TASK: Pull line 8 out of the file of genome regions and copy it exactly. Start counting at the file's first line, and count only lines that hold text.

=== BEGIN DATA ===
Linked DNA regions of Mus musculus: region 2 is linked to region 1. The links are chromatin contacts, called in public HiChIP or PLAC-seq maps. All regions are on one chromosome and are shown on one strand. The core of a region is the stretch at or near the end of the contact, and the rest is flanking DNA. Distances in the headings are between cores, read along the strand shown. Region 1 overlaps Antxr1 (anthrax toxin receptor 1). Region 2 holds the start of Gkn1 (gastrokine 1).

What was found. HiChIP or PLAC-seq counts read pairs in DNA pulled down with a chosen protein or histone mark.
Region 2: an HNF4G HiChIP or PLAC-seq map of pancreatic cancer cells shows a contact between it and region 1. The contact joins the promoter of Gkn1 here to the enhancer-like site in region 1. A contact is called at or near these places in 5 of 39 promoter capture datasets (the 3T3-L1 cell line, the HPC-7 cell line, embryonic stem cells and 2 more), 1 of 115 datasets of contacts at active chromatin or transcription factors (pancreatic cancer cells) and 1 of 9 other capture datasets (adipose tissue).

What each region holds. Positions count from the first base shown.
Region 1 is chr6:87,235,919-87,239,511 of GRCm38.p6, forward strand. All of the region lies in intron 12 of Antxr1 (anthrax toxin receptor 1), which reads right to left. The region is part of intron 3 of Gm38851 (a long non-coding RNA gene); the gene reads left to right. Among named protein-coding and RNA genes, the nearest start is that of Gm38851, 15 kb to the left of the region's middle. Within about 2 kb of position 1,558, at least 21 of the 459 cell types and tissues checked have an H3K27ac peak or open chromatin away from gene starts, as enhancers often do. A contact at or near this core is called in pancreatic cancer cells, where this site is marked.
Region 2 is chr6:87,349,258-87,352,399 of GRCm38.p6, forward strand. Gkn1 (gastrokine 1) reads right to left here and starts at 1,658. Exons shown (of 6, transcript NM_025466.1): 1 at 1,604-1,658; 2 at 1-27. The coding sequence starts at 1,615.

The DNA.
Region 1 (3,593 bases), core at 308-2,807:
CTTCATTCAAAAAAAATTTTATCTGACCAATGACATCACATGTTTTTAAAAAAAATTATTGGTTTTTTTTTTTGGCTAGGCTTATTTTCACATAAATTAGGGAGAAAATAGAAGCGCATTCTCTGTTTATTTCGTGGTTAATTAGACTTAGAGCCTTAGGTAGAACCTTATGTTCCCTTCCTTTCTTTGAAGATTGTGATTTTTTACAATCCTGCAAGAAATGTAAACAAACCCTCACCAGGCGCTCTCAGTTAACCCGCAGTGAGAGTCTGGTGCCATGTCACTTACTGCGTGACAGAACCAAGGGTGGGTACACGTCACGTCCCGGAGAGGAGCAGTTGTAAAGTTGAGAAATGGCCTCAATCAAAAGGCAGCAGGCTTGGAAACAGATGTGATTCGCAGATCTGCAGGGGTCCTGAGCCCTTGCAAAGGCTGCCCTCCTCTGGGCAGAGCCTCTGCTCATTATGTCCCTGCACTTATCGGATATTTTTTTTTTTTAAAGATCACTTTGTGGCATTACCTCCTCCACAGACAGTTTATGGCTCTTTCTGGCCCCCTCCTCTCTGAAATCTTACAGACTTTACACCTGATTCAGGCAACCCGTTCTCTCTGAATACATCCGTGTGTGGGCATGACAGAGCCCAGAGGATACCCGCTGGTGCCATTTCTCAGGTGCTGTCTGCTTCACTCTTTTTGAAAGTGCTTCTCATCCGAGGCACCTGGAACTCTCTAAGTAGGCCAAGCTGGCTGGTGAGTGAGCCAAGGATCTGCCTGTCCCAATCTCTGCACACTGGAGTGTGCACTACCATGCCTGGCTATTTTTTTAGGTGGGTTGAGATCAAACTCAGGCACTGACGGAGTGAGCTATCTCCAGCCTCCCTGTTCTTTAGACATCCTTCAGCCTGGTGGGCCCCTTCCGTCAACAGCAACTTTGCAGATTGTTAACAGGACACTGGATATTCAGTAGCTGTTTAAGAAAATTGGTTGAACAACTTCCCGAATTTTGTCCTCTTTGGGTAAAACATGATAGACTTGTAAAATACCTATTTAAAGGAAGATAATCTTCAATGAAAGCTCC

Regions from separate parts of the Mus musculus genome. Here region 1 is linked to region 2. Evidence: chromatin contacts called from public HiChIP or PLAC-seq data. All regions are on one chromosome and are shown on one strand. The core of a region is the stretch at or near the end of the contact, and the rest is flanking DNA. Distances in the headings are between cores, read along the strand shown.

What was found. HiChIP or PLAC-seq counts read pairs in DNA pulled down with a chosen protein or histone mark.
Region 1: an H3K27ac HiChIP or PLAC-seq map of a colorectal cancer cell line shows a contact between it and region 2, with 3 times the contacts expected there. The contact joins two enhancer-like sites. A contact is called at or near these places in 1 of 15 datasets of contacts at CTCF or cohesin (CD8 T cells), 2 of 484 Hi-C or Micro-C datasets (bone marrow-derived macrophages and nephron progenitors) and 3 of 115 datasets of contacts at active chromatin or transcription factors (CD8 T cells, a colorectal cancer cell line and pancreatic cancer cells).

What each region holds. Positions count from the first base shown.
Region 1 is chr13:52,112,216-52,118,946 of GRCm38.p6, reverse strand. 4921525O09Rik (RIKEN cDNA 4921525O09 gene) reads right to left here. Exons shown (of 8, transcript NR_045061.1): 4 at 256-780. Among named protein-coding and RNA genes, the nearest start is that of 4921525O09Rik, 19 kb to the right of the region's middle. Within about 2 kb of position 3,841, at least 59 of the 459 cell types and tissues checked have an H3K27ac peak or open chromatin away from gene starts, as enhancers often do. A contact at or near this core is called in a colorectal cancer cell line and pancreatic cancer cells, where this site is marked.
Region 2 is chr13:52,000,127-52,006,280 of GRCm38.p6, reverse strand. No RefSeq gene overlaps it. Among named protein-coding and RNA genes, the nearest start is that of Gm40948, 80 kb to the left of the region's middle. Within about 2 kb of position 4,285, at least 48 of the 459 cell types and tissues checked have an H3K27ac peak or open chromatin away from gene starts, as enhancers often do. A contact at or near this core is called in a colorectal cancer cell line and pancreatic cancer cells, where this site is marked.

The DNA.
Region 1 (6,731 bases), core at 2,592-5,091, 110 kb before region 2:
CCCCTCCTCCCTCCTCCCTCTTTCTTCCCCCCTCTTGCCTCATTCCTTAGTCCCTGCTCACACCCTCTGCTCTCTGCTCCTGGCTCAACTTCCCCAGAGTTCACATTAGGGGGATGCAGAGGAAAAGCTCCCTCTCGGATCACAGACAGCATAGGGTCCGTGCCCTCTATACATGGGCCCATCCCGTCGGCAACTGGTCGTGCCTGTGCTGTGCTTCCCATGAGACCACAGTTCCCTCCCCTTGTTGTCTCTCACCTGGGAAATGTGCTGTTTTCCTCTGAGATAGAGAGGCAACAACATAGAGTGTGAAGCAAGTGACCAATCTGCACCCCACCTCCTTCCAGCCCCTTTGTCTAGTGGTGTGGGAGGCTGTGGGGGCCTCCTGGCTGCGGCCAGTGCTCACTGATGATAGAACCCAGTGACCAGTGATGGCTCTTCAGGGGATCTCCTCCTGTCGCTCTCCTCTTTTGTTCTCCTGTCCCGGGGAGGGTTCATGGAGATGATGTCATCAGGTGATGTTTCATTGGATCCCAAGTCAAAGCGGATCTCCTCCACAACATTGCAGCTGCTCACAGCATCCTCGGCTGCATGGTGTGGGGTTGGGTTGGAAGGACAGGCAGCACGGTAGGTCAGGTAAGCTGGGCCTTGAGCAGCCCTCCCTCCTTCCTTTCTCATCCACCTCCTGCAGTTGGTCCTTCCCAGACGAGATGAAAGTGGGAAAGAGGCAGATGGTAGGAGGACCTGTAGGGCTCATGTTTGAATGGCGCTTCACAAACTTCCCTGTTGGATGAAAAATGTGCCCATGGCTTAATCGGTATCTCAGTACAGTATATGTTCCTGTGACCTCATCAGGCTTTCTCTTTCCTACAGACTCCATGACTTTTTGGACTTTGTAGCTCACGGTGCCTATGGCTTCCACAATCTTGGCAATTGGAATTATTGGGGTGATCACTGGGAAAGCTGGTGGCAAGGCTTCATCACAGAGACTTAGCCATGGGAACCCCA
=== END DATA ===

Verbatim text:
Region 1 (3,593 bases), core at 308-2,807: